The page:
hair pills, beef bile + fermented fish head

In ALL, DYSFUNCTIONAL DIETER, FOOD LOVE, TRAVEL by Stephanie Klein19 Comments

rice to riches

My ass is tired. It’s 2pm. I awoke at 7:30am (went to bed midnight-ish), cooked kids’ breakfasts, cleaned dishes, washed fruits, hulled strawberries. Logged my food in a journal. Am still exhaustivo. Down 7 lbs., week one of Weight Watchers (Hell to the yeah), yet oh, so, yes, tired. Will take a B-12 now to see if that helps, then going grocery shopping … yet again. I should pay rent there. I wonder if they sell Viviscal pills there. I just read about it in Vogue, that it’s THE THING for hair regrowth, thickening, strengthening. I always wonder how your body knows to give you the regrowth on your head and not your… tail.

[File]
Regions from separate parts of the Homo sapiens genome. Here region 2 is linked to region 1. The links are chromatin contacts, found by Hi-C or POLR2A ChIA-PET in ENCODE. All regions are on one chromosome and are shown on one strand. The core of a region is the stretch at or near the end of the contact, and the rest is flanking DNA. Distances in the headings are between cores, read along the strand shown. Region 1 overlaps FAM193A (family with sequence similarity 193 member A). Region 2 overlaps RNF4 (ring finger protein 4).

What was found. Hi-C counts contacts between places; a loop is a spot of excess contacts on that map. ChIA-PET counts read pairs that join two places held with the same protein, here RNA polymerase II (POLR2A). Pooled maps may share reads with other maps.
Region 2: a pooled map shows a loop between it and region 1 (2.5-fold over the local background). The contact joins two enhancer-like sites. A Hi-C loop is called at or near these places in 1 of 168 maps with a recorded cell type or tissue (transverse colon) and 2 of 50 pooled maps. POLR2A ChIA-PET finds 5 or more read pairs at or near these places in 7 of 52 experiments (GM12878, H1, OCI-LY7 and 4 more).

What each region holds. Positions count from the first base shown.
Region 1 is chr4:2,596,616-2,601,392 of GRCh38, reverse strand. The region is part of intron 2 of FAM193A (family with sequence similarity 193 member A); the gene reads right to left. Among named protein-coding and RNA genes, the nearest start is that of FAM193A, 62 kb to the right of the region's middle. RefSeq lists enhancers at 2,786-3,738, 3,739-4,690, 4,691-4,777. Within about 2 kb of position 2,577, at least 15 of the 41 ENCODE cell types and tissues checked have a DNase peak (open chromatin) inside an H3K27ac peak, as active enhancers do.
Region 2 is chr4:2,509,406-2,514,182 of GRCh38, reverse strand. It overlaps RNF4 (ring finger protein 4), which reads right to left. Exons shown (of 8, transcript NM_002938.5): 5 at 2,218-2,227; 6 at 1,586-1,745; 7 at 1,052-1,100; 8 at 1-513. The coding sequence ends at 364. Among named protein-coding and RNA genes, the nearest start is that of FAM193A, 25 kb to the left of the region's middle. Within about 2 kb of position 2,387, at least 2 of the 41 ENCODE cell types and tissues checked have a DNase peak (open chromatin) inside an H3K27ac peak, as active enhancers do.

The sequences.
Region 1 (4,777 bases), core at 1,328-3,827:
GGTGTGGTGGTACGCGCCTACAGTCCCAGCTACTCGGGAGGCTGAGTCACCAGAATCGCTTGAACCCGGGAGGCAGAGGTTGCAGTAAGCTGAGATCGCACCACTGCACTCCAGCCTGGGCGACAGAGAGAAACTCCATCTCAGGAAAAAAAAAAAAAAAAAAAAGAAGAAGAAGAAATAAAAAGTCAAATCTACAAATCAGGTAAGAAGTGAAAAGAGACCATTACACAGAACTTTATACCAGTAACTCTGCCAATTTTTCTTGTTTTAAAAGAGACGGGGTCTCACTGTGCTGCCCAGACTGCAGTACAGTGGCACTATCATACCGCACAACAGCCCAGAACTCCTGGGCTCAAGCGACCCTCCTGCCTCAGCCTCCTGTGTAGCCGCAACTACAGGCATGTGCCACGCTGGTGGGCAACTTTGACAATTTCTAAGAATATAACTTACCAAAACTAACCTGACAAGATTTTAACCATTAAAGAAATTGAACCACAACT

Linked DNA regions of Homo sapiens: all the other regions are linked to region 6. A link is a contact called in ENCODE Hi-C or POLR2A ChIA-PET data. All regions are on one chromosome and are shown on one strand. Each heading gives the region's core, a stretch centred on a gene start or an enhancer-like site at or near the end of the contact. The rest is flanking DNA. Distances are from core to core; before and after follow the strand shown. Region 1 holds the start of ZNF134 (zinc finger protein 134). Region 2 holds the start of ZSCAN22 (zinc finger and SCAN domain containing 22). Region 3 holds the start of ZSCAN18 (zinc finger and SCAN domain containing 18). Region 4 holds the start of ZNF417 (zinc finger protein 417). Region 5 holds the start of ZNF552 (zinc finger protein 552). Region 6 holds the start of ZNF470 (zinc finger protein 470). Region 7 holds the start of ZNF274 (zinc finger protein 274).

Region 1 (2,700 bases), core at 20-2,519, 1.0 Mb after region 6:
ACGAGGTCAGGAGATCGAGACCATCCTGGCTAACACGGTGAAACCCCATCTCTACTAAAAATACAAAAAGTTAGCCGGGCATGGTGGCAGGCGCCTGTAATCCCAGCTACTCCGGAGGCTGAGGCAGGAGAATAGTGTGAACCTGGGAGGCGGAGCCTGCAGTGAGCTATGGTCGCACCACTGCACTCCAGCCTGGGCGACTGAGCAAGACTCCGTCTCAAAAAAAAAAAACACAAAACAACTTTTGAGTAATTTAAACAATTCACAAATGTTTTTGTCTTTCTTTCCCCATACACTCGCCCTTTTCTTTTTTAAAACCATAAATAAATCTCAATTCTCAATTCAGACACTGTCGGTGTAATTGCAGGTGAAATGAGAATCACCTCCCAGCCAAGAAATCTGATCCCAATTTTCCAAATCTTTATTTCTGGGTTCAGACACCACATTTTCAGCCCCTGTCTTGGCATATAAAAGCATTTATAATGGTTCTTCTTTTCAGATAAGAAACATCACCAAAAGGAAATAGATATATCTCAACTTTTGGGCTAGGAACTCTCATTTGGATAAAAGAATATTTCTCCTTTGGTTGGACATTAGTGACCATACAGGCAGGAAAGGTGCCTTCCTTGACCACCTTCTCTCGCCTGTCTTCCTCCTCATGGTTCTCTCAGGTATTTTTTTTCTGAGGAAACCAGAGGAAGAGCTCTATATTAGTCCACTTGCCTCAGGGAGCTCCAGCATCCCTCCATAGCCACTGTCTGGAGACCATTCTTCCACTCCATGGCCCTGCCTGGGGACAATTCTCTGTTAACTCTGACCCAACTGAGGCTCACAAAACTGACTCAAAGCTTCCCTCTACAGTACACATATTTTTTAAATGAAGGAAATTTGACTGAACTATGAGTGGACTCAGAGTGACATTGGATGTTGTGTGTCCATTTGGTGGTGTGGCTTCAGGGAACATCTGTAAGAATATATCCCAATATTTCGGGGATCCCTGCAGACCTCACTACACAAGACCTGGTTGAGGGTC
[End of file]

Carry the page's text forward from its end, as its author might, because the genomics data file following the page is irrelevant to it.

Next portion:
I’m back. Nope, they didn’t sell the pills. I’m buying them online. Bought a whole bunch of Thai cooking stuff. I’m on a kick. Since I haven’t actually made it to Vietnam, Cambodia, or Thailand yet, I’m doing what I can from deep in the heart of Texas. Thankfully, I have the most beautiful cookbook to keep me true: Hot Sour Salty Sweet: A Culinary Journey Through Southeast Asia

I loaded up on greens. Baby bok choy, basil, watercress, cilantro, scallions. Actually, most of that is just herb, ya know? Those don’t really count as greens, but I already have swiss chard and cabbage stocked in the house.

I spent HOURS in the Asian market (M & T) pointing to a page with words written in Vietnamese and Thai to people who were likely Chinese. They had no idea what Tao-jiaw was. Nor did I, which was super helpful (it’s fermented soybean paste, FYI).